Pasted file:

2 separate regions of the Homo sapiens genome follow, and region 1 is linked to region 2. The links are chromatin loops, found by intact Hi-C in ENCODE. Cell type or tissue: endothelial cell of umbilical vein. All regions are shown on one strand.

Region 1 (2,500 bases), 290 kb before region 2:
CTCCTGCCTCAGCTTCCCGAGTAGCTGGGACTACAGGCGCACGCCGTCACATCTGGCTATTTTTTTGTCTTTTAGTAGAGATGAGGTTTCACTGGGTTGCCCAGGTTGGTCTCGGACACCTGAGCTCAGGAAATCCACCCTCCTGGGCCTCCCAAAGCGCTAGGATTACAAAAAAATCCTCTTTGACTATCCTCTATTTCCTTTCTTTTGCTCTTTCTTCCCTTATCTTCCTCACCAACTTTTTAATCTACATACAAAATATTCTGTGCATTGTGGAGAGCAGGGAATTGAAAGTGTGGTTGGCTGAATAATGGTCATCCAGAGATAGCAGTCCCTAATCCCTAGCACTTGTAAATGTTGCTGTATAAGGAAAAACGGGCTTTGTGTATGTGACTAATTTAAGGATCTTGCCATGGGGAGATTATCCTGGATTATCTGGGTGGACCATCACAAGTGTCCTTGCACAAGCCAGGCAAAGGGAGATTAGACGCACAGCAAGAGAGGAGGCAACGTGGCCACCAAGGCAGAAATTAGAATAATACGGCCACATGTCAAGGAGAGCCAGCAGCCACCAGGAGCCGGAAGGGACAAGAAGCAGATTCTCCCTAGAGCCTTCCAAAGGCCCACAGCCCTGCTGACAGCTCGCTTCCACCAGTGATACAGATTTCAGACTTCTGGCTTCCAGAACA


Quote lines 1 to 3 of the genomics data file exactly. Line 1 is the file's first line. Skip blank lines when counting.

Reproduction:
2 separate regions of the Homo sapiens genome follow, and region 1 is linked to region 2. The links are chromatin loops, found by intact Hi-C in ENCODE. Cell type or tissue: endothelial cell of umbilical vein. All regions are shown on one strand.

Region 1 (2,500 bases), 290 kb before region 2:
CTCCTGCCTCAGCTTCCCGAGTAGCTGGGACTACAGGCGCACGCCGTCACATCTGGCTATTTTTTTGTCTTTTAGTAGAGATGAGGTTTCACTGGGTTGCCCAGGTTGGTCTCGGACACCTGAGCTCAGGAAATCCACCCTCCTGGGCCTCCCAAAGCGCTAGGATTACAAAAAAATCCTCTTTGACTATCCTCTATTTCCTTTCTTTTGCTCTTTCTTCCCTTATCTTCCTCACCAACTTTTTAATCTACATACAAAATATTCTGTGCATTGTGGAGAGCAGGGAATTGAAAGTGTGGTTGGCTGAATAATGGTCATCCAGAGATAGCAGTCCCTAATCCCTAGCACTTGTAAATGTTGCTGTATAAGGAAAAACGGGCTTTGTGTATGTGACTAATTTAAGGATCTTGCCATGGGGAGATTATCCTGGATTATCTGGGTGGACCATCACAAGTGTCCTTGCACAAGCCAGGCAAAGGGAGATTAGACGCACAGCAAGAGAGGAGGCAACGTGGCCACCAAGGCAGAAATTAGAATAATACGGCCACATGTCAAGGAGAGCCAGCAGCCACCAGGAGCCGGAAGGGACAAGAAGCAGATTCTCCCTAGAGCCTTCCAAAGGCCCACAGCCCTGCTGACAGCTCGCTTCCACCAGTGATACAGATTTCAGACTTCTGGCTTCCAGAACA